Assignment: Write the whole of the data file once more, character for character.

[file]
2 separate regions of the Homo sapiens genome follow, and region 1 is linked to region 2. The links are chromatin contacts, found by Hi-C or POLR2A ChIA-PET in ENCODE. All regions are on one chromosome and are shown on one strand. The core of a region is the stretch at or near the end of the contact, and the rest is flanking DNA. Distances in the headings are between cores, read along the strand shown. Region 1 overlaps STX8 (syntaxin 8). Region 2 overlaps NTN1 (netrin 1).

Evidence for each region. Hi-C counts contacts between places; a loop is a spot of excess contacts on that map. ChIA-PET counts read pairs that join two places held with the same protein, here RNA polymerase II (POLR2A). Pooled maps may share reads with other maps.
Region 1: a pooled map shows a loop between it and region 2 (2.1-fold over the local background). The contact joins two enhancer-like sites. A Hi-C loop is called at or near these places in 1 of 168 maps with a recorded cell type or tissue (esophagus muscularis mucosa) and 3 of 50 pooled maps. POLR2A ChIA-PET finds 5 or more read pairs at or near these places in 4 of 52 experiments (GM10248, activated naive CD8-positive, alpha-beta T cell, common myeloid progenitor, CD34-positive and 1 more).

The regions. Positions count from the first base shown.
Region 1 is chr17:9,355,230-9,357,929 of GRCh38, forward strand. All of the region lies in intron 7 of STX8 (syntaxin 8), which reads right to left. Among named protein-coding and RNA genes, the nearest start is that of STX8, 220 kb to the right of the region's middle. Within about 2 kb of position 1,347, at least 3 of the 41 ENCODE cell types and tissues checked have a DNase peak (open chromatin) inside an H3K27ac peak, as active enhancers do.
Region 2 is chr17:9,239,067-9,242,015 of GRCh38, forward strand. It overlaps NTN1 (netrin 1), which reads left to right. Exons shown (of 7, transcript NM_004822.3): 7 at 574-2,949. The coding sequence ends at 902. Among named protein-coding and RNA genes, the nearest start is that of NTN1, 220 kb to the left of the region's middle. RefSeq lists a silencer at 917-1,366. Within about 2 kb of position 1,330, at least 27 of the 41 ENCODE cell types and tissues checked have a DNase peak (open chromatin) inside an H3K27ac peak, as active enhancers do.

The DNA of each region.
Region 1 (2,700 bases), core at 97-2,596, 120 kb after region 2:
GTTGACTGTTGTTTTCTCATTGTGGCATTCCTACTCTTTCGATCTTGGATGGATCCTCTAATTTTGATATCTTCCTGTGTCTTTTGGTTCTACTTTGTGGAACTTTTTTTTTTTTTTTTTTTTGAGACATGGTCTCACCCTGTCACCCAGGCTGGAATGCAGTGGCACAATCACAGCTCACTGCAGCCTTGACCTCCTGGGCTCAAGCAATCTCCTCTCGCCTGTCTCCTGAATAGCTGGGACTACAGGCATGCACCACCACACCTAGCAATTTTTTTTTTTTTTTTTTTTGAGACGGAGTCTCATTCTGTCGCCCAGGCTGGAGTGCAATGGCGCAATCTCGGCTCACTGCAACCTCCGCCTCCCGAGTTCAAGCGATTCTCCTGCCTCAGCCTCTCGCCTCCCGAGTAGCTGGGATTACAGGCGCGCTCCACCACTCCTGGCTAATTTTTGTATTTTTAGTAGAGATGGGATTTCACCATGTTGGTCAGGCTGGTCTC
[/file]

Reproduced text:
2 separate regions of the Homo sapiens genome follow, and region 1 is linked to region 2. The links are chromatin contacts, found by Hi-C or POLR2A ChIA-PET in ENCODE. All regions are on one chromosome and are shown on one strand. The core of a region is the stretch at or near the end of the contact, and the rest is flanking DNA. Distances in the headings are between cores, read along the strand shown. Region 1 overlaps STX8 (syntaxin 8). Region 2 overlaps NTN1 (netrin 1).

Evidence for each region. Hi-C counts contacts between places; a loop is a spot of excess contacts on that map. ChIA-PET counts read pairs that join two places held with the same protein, here RNA polymerase II (POLR2A). Pooled maps may share reads with other maps.
Region 1: a pooled map shows a loop between it and region 2 (2.1-fold over the local background). The contact joins two enhancer-like sites. A Hi-C loop is called at or near these places in 1 of 168 maps with a recorded cell type or tissue (esophagus muscularis mucosa) and 3 of 50 pooled maps. POLR2A ChIA-PET finds 5 or more read pairs at or near these places in 4 of 52 experiments (GM10248, activated naive CD8-positive, alpha-beta T cell, common myeloid progenitor, CD34-positive and 1 more).

The regions. Positions count from the first base shown.
Region 1 is chr17:9,355,230-9,357,929 of GRCh38, forward strand. All of the region lies in intron 7 of STX8 (syntaxin 8), which reads right to left. Among named protein-coding and RNA genes, the nearest start is that of STX8, 220 kb to the right of the region's middle. Within about 2 kb of position 1,347, at least 3 of the 41 ENCODE cell types and tissues checked have a DNase peak (open chromatin) inside an H3K27ac peak, as active enhancers do.
Region 2 is chr17:9,239,067-9,242,015 of GRCh38, forward strand. It overlaps NTN1 (netrin 1), which reads left to right. Exons shown (of 7, transcript NM_004822.3): 7 at 574-2,949. The coding sequence ends at 902. Among named protein-coding and RNA genes, the nearest start is that of NTN1, 220 kb to the left of the region's middle. RefSeq lists a silencer at 917-1,366. Within about 2 kb of position 1,330, at least 27 of the 41 ENCODE cell types and tissues checked have a DNase peak (open chromatin) inside an H3K27ac peak, as active enhancers do.

The DNA of each region.
Region 1 (2,700 bases), core at 97-2,596, 120 kb after region 2:
GTTGACTGTTGTTTTCTCATTGTGGCATTCCTACTCTTTCGATCTTGGATGGATCCTCTAATTTTGATATCTTCCTGTGTCTTTTGGTTCTACTTTGTGGAACTTTTTTTTTTTTTTTTTTTTGAGACATGGTCTCACCCTGTCACCCAGGCTGGAATGCAGTGGCACAATCACAGCTCACTGCAGCCTTGACCTCCTGGGCTCAAGCAATCTCCTCTCGCCTGTCTCCTGAATAGCTGGGACTACAGGCATGCACCACCACACCTAGCAATTTTTTTTTTTTTTTTTTTTGAGACGGAGTCTCATTCTGTCGCCCAGGCTGGAGTGCAATGGCGCAATCTCGGCTCACTGCAACCTCCGCCTCCCGAGTTCAAGCGATTCTCCTGCCTCAGCCTCTCGCCTCCCGAGTAGCTGGGATTACAGGCGCGCTCCACCACTCCTGGCTAATTTTTGTATTTTTAGTAGAGATGGGATTTCACCATGTTGGTCAGGCTGGTCTC